LINCOLN — The former chief executive of TierOne Bank was found guilty Friday morning on 12 of 13 charges in a criminal fraud trial related to the collapse of the firm. It was Nebraska’s largest-ever bank failure.
Gil Lundstrom, 74, could face a decades-long prison sentence after his convictions. He will be sentenced by a federal judge in February. In the meantime, he is free with no bond.
Neither Lundstrom nor his attorneys would comment on the verdict. Government attorneys also declined to comment.
Lundstrom was indicted last year on charges related to the insolvency of Lincoln-based TierOne, which collapsed after lending millions to out-of-state homebuilding companies that were trying to cash in on the housing bubble last decade.
Prosecutors said — and jurors agreed — that Lundstrom concealed delinquent and uncollectible loans from investors and regulators, making the bank look healthier than it was.
At the end in 2010, when the bank was seized and shuttered by regulators, shareholders were left with worthless stock that had tanked from a high in 2006 of about $35 a share. Loans not being paid as agreed ballooned to 22 percent of loans, many times the 3.2 percent that was the average for Nebraska banks at the time.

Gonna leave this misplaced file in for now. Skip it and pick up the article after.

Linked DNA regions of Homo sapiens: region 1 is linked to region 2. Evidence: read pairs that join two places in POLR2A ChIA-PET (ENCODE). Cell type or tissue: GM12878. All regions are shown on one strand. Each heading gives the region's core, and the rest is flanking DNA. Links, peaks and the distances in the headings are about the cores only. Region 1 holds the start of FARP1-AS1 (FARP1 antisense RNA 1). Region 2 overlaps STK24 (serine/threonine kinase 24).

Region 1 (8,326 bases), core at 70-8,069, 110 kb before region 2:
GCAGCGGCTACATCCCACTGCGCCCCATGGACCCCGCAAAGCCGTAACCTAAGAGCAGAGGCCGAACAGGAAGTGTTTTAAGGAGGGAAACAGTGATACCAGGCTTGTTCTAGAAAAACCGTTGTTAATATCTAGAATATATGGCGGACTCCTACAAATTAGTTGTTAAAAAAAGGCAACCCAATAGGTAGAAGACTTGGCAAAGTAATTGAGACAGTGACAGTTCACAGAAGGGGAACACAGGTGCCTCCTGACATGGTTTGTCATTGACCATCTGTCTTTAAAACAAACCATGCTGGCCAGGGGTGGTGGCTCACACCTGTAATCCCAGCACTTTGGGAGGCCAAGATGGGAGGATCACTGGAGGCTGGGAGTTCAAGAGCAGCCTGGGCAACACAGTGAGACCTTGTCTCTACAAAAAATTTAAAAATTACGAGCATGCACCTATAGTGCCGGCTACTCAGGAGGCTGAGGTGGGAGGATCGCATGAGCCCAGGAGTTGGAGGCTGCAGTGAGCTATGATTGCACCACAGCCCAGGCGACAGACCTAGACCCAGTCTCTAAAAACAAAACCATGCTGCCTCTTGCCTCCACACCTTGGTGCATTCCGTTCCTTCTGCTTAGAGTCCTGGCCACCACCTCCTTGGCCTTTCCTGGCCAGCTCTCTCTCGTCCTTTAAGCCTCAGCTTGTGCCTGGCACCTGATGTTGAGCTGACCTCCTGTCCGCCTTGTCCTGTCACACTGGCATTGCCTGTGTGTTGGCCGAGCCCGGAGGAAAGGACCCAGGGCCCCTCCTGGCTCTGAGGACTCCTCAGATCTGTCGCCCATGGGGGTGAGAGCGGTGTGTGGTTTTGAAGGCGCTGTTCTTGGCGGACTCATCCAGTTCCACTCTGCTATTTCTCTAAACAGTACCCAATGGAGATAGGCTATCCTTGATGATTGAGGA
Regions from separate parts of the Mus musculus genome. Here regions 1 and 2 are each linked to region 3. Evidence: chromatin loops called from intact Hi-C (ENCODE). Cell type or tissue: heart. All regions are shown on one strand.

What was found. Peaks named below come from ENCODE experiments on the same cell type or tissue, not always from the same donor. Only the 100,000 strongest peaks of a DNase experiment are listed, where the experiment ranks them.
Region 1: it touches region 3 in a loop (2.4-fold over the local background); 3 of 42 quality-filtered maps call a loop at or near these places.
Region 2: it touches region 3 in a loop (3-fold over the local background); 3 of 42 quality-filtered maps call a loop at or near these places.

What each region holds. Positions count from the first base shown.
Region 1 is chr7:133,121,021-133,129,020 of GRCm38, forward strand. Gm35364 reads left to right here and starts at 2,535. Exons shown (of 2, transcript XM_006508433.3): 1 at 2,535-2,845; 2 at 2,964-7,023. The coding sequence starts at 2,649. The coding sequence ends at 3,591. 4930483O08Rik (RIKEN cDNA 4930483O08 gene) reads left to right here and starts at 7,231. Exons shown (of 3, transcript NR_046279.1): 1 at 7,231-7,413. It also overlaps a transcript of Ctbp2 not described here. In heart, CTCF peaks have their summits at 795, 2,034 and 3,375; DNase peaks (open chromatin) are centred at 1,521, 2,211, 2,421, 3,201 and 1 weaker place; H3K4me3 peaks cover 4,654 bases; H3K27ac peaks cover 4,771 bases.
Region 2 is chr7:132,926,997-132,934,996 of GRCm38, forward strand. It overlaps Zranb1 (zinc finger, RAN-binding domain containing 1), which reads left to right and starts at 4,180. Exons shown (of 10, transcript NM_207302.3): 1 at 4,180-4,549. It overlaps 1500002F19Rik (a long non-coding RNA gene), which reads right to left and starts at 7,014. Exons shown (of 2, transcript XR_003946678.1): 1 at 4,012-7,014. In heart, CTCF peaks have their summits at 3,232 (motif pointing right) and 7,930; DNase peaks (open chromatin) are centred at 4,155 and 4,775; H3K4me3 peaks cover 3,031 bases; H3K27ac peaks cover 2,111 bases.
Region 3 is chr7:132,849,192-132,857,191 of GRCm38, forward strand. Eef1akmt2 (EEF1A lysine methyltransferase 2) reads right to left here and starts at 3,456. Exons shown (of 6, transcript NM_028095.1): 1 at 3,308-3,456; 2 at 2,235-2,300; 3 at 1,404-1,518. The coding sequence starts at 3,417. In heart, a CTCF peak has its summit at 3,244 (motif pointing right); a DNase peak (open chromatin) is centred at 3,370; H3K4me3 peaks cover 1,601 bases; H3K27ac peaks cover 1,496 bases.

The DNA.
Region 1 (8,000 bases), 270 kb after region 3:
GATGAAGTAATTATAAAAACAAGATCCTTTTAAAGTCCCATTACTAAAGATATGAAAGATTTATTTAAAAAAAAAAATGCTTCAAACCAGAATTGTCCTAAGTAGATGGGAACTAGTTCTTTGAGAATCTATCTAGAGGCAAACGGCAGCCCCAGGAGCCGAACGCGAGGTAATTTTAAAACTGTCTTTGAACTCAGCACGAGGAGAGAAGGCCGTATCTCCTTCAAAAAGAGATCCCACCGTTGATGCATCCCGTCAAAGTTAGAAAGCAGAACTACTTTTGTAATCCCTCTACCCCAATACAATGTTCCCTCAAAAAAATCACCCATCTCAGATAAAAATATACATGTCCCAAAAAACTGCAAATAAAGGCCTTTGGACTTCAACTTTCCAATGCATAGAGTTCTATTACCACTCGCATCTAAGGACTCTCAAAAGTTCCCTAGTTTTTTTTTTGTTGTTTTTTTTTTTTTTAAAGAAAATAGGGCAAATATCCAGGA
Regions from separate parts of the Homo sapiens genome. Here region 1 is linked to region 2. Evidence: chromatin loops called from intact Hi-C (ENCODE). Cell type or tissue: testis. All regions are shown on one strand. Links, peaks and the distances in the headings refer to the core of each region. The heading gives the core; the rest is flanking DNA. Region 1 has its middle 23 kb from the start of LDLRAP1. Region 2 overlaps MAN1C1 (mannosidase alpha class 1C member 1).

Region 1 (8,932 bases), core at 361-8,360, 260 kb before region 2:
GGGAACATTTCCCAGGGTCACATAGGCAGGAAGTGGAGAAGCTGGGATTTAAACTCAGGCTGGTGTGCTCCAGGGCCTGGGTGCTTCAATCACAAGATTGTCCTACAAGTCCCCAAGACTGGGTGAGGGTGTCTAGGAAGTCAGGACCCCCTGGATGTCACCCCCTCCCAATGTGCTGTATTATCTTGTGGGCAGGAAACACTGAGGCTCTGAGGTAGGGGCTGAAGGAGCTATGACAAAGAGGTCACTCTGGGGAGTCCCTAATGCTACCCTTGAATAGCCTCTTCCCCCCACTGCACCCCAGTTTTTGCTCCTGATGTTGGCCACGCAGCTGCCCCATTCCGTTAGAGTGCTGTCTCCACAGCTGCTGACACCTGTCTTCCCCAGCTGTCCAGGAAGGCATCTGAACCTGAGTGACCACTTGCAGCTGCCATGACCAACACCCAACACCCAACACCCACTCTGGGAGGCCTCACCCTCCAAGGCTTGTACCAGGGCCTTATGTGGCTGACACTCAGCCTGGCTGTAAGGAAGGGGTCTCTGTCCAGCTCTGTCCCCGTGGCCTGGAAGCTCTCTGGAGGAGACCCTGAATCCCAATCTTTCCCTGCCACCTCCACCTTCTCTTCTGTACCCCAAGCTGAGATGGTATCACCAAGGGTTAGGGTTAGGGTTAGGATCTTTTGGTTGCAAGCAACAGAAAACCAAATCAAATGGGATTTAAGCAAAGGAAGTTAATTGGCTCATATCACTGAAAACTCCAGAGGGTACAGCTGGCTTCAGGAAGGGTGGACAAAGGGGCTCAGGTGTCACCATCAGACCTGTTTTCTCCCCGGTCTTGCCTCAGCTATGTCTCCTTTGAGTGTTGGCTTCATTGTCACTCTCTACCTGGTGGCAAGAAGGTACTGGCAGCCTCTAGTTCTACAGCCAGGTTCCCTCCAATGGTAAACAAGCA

Though pale by the standards set by the failure of some Wall Street banks around 2008, TierOne’s collapse was epic by Nebraska standards: At its height in 2006, the bank was the second-largest based in the state. Under its control were 70 branches, $3 billion in assets and 750 employees. A 2002 initial public offering raised $220 million that was used to pursue profits from lending to the housing boom that was underway in places such as Florida and Las Vegas.
Ludstrom’s defense attorneys in the two-week trial had tried to paint the former bank chief as a victim of a duplicitous staff that was fiddling with the books unbeknown to Lundstrom.
Two former high-ranking workers at the bank pleaded guilty to misdeeds and testified against their former boss. They maintained Lundstrom knew what was going on the whole time the bank fell closer and closer toward oblivion.
Defense lawyer Dan Collins, of the Chicago office of the Drinker Biddle law firm, said Lundstrom relied on the figures and judgments provided by subordinates. He didn’t try to pull the wool of investors’ eyes, Collins said.
U.S. Prosecutor Henry Van Dyck, during his one-hour closing statement on Thursday, didn’t buy that explanation. "He did this. Find him guilty," he said. "Enough is enough with blaming everyone else for what happened at this bank."
On Friday, the jury agreed.